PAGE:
Perimenopause can be both challenging and exciting. It marks a big transition in a woman’s life. Being familiar with the causes and symptoms of perimenopause will help you enter this new phase with confidence.
What Is Perimenopause?
Also referred to as the “menopausal transition”, perimenopause is the period of time when your body is transitioning into menopause. This natural transition signals the end of your reproductive years.
Your body is preparing for the time when it will stop releasing eggs entirely. During this time, the levels of estrogen, which is the main female hormone, begin to rise and fall. This change in estrogen levels will cause significant changes in your body.
When Does Perimenopause Start?
Women start perimenopause at different ages. The majority of women begin noticing signs in their 40’s. However, some women will start seeing changes as soon as their mid-30’s or as late as their mid-50’s.
Certain risk factors may increase your chances of starting perimenopause earlier than normal. Those factors include:
- Family history – If you have a family history of early menopause, you may be likely to start early yourself.
- Smoking – Women who smoke may start perimenopause 1 to 2 years sooner.
- Hysterectomy – During a hysterectomy, the uterus is removed, but the ovaries are sometimes left behind. The ovaries will continue producing estrogen, but due to the surgery, they may produce lower levels of estrogen or stop working sooner than normal.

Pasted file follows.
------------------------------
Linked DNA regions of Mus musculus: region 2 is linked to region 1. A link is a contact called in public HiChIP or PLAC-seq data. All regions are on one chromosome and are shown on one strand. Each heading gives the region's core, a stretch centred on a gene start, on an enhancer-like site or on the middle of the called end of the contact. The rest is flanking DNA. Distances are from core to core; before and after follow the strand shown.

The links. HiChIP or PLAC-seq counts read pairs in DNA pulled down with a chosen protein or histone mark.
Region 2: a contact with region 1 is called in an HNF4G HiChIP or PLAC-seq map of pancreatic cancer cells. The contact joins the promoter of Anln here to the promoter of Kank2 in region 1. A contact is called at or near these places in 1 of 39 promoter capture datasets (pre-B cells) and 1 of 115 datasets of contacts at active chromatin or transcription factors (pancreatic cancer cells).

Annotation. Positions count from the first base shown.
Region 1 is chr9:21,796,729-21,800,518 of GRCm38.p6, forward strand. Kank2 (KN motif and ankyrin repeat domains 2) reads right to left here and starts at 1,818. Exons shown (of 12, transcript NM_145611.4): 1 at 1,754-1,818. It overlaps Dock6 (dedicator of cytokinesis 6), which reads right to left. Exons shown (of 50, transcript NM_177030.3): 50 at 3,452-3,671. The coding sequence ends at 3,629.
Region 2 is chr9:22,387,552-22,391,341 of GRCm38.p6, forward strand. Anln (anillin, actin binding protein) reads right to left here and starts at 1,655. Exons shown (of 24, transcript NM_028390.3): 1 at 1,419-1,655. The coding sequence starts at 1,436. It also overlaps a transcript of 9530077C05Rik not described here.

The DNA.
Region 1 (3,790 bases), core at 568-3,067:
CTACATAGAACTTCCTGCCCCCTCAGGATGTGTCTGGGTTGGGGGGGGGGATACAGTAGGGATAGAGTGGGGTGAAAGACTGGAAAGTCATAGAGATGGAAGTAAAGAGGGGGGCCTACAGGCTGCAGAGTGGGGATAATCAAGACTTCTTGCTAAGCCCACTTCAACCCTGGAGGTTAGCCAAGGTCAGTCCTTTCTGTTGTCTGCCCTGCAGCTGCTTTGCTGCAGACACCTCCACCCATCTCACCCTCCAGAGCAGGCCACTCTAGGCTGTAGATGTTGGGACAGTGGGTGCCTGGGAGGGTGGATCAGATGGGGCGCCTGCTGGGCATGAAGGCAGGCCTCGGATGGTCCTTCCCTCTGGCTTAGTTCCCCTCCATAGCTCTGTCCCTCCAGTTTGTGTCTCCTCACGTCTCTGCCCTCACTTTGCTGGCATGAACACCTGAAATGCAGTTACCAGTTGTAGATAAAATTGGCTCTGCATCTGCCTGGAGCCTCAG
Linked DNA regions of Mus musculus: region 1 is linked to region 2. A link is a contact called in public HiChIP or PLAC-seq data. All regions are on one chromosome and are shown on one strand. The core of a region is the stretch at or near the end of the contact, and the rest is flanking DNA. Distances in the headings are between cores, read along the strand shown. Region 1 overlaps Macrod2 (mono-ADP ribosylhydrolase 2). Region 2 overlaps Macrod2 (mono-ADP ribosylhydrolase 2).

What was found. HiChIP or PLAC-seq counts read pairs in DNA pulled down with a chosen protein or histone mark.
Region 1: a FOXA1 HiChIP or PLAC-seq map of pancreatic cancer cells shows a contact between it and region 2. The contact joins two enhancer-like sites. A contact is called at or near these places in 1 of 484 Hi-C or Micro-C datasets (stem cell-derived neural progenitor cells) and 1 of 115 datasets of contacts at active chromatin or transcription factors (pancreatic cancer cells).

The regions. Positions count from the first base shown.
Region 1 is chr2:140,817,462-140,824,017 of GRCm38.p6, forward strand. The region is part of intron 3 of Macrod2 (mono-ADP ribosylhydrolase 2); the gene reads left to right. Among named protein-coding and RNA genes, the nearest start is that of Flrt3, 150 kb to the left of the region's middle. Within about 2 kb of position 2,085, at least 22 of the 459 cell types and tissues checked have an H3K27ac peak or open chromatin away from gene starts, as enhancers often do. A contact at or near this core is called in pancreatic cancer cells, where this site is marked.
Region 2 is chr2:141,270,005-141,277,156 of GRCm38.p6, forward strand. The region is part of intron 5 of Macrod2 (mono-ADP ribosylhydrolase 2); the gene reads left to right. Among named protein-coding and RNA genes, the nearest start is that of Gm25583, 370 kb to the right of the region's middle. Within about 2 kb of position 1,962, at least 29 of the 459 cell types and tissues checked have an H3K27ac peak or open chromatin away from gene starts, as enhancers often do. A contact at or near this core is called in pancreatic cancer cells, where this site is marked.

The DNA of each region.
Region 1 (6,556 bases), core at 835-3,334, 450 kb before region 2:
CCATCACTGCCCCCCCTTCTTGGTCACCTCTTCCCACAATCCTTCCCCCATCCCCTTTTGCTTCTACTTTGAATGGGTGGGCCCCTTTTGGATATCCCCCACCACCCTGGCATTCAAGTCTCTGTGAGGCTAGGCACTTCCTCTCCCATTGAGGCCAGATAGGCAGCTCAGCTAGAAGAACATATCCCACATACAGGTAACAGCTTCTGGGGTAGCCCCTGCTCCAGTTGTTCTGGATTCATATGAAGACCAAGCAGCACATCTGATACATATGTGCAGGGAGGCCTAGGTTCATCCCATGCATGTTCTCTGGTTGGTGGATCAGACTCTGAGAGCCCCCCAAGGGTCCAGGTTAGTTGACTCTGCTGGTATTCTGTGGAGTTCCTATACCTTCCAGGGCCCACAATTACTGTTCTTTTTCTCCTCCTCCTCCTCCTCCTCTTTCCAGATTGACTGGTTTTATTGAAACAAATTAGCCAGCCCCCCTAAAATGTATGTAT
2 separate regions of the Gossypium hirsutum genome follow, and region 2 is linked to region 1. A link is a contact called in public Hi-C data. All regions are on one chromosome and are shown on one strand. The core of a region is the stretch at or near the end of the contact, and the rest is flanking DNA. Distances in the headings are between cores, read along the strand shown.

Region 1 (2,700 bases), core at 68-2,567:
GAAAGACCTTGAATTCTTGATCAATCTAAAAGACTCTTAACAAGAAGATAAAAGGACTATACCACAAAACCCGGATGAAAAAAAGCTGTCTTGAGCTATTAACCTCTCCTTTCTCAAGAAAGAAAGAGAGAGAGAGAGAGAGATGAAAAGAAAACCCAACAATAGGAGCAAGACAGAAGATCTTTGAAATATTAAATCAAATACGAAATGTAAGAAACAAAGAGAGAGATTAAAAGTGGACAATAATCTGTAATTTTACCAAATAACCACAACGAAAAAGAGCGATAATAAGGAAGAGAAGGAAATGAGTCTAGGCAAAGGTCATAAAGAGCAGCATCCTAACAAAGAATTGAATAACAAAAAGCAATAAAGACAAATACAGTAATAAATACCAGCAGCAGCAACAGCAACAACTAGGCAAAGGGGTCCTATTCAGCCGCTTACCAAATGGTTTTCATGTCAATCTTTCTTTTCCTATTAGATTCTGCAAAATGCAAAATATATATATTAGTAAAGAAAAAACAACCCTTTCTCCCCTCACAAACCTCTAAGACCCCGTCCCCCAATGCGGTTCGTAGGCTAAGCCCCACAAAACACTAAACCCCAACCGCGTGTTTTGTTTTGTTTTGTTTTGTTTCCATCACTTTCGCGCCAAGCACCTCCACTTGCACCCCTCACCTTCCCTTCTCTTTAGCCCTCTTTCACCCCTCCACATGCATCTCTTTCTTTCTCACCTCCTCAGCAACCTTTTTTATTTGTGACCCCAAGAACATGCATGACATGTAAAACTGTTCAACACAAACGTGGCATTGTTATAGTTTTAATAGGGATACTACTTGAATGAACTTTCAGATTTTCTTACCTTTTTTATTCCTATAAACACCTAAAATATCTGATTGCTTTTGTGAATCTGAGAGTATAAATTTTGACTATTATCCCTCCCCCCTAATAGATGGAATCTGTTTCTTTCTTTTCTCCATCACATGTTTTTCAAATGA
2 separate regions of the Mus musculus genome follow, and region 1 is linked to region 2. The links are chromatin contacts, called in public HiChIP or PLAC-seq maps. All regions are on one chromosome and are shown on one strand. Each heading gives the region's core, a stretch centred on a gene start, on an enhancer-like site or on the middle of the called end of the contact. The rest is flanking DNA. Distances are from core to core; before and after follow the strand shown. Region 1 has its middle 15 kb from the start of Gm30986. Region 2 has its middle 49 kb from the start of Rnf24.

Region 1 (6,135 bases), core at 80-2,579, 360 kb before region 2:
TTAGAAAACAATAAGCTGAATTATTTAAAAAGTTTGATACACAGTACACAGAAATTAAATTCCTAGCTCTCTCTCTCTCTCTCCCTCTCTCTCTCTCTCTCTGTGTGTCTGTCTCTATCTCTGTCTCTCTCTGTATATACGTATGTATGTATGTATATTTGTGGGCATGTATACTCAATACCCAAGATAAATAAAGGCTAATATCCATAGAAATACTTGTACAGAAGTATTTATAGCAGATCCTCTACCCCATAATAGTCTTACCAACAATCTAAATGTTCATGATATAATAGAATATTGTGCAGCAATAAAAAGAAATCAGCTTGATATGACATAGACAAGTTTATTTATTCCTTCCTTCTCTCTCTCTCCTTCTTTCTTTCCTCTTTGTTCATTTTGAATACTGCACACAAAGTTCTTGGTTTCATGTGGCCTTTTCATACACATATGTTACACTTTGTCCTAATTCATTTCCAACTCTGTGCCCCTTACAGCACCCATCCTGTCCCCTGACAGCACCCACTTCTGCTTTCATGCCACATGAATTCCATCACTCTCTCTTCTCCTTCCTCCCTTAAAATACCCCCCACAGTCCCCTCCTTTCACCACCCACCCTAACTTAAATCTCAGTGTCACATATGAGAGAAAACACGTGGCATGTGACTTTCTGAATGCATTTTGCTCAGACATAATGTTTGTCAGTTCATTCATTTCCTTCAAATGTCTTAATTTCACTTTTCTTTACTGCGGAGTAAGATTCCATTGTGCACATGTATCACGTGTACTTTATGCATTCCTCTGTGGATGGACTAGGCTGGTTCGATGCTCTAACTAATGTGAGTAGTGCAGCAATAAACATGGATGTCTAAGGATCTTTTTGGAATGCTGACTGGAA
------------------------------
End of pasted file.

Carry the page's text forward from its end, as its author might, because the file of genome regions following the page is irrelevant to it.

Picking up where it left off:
- Cancer treatments – Treatments that involve pelvic radiation or chemotherapy may cause early menopause.
How Is Perimenopause Diagnosed?
Perimenopause doesn’t need to be diagnosed by a doctor. Most often, the signs and symptoms of perimenopause are enough for many women to recognize.
There is no particular test that can diagnose perimenopause. Your doctor will take certain factors into account to help determine if you have reached this transition, including your menstrual history, your age, and any symptoms that you may be experiencing.
What To Expect During Perimenopause
Perimenopause can continue for as long as 4 to 8 years. It’s only when you’ve gone a full 12 months without a menstrual cycle that you’ve finally made the transition to menopause.
Although your fertility is declining, your body is still ovulating, which means you can still get pregnant. So you should continue to take precautions when it comes to birth control.
The biggest thing to expect is a roller coaster ride of hormone levels – not just estrogen, but progesterone as well. These two hormones are responsible for both ovulation and your menstrual cycle. Your body has been producing hormones since puberty, so your body will begin to find ways to adjust to this big change.
What Are The Early Signs of Perimenopause?
One of the earliest and most common signs of perimenopause is a change in your menstrual cycle. You may begin experiencing cycles that are shorter or longer than normal.
You may also begin to experience other symptoms such as hot flashes or vaginal dryness. Take a look at some of the most common symptoms experienced during perimenopause.
What Are The Symptoms of Perimenopause?
As a result of decreasing estrogen levels, women begin to experience certain changes. Symptoms of perimenopause differ and can vary in their level of severity. In fact, some women may not even notice some of the changes taking place in their bodies. Symptoms include: